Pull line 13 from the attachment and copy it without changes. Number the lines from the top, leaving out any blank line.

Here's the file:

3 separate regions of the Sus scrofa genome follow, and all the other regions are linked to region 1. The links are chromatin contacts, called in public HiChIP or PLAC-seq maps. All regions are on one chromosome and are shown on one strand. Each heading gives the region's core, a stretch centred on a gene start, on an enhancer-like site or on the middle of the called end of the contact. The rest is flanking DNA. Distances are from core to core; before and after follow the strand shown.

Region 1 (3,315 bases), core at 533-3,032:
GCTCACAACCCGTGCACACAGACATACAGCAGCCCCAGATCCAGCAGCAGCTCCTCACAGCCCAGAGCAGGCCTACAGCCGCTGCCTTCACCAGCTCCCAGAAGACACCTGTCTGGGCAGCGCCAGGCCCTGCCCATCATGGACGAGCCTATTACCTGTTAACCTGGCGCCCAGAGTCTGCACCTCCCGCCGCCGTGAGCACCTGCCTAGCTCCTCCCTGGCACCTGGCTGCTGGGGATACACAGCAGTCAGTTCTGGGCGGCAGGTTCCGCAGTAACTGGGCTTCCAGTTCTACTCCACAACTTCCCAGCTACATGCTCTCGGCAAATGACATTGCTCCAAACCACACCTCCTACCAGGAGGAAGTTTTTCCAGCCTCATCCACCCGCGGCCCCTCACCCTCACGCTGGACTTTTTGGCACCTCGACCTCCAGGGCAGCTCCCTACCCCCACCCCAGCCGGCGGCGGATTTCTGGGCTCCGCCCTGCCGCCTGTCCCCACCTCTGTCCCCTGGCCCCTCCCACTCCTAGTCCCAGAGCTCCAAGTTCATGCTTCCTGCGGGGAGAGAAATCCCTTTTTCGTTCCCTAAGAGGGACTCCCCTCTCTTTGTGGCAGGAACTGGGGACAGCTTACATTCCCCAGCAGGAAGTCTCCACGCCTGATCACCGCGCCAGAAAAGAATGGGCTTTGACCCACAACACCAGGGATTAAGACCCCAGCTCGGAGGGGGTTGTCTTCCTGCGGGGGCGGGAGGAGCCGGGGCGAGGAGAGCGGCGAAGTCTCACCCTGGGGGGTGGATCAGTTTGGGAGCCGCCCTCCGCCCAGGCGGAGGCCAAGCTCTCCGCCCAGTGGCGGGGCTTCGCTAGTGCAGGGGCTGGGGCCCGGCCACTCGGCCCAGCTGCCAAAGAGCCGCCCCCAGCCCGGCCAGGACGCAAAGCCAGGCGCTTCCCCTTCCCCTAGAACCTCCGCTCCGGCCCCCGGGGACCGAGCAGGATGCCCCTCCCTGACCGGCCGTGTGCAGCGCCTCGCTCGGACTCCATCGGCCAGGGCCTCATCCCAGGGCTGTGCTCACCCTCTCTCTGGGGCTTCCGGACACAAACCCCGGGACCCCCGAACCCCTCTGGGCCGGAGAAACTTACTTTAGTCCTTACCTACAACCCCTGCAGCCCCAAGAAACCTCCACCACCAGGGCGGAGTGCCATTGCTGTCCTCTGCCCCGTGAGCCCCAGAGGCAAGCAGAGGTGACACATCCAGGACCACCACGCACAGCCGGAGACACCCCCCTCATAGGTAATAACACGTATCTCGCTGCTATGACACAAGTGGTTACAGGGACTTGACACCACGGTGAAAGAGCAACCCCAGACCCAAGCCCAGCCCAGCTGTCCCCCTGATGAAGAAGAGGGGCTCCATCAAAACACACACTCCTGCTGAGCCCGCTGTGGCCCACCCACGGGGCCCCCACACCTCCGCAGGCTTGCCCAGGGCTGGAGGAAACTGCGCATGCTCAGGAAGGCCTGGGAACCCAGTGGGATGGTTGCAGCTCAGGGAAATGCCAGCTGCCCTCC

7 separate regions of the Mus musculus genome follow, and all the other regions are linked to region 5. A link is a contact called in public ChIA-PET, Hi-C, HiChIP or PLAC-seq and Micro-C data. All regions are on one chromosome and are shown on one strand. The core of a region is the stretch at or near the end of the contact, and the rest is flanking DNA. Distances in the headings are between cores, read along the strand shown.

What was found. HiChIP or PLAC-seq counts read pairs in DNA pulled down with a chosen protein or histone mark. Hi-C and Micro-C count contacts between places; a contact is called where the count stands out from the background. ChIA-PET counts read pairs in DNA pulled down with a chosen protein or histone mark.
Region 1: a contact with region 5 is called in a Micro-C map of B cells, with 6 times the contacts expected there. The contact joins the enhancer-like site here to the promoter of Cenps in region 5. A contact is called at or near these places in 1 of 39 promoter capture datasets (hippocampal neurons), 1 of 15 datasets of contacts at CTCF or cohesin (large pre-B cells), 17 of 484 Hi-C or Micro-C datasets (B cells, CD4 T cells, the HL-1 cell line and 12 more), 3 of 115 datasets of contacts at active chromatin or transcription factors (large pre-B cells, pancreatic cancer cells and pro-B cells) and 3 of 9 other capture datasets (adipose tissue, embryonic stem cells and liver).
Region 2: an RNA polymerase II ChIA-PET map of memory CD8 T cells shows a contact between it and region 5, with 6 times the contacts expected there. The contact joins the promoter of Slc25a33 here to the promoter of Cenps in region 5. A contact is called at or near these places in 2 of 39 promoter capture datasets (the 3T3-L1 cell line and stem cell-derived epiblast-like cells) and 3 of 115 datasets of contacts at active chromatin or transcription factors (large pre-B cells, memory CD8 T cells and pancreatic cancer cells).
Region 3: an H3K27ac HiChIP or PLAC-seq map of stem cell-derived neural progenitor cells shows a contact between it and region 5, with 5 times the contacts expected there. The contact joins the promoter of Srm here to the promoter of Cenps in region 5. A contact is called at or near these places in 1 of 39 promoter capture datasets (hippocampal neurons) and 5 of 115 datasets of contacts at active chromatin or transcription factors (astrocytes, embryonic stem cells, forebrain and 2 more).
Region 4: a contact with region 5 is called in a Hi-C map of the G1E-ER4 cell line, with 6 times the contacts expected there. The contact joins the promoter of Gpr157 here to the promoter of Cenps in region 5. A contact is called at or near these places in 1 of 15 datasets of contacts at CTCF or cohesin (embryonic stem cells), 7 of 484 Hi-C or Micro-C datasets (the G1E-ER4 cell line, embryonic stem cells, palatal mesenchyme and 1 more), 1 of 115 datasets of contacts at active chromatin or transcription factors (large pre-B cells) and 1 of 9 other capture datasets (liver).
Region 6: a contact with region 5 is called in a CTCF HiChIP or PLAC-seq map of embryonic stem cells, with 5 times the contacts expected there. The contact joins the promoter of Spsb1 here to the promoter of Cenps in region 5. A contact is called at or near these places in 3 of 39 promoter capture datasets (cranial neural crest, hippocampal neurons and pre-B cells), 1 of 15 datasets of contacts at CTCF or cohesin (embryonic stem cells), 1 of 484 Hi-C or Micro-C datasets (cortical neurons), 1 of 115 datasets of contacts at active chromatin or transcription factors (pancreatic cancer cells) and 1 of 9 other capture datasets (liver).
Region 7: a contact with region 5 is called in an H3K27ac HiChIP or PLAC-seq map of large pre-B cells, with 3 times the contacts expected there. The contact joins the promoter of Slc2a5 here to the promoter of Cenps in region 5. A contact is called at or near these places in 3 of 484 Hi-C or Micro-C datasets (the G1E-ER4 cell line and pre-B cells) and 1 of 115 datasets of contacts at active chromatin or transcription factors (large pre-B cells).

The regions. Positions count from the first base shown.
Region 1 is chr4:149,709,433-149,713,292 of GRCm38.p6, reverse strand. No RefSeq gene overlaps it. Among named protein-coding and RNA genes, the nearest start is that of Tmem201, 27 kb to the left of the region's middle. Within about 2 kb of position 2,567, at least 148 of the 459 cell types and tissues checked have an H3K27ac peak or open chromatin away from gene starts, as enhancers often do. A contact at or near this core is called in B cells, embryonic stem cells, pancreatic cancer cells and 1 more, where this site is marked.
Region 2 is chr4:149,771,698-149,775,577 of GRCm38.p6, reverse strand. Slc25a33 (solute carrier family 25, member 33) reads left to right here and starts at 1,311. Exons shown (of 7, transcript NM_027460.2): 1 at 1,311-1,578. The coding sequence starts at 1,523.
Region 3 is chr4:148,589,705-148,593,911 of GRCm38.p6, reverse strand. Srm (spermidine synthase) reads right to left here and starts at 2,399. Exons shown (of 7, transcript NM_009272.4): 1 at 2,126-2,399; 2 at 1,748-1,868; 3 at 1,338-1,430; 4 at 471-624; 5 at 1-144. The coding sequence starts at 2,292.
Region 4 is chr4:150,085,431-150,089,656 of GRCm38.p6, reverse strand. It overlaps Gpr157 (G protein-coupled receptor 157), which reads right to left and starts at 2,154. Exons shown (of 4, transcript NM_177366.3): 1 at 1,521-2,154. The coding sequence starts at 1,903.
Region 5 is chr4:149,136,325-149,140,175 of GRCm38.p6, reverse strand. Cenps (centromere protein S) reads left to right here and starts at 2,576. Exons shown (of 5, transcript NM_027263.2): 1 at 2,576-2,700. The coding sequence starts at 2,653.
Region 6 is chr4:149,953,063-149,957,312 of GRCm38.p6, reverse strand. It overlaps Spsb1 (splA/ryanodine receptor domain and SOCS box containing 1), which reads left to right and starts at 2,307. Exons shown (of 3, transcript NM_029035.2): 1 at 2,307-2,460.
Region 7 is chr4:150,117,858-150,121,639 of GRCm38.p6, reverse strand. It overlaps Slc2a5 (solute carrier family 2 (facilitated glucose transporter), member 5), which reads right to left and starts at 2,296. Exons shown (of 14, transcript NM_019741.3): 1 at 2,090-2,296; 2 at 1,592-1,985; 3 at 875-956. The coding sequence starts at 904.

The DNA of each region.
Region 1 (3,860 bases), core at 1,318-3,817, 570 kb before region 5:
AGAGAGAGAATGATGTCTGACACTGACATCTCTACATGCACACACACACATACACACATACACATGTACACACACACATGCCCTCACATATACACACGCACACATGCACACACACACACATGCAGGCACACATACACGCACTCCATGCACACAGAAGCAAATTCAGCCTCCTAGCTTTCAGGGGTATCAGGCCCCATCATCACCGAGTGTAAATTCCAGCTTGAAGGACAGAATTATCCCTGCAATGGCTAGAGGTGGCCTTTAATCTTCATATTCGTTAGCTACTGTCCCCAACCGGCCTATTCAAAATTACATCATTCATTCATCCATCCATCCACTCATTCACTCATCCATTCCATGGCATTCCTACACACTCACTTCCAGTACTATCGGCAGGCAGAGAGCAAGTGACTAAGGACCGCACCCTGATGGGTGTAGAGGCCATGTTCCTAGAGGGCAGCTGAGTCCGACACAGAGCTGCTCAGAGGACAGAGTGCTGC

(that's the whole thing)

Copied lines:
Region 1 is chr4:149,709,433-149,713,292 of GRCm38.p6, reverse strand. No RefSeq gene overlaps it. Among named protein-coding and RNA genes, the nearest start is that of Tmem201, 27 kb to the left of the region's middle. Within about 2 kb of position 2,567, at least 148 of the 459 cell types and tissues checked have an H3K27ac peak or open chromatin away from gene starts, as enhancers often do. A contact at or near this core is called in B cells, embryonic stem cells, pancreatic cancer cells and 1 more, where this site is marked.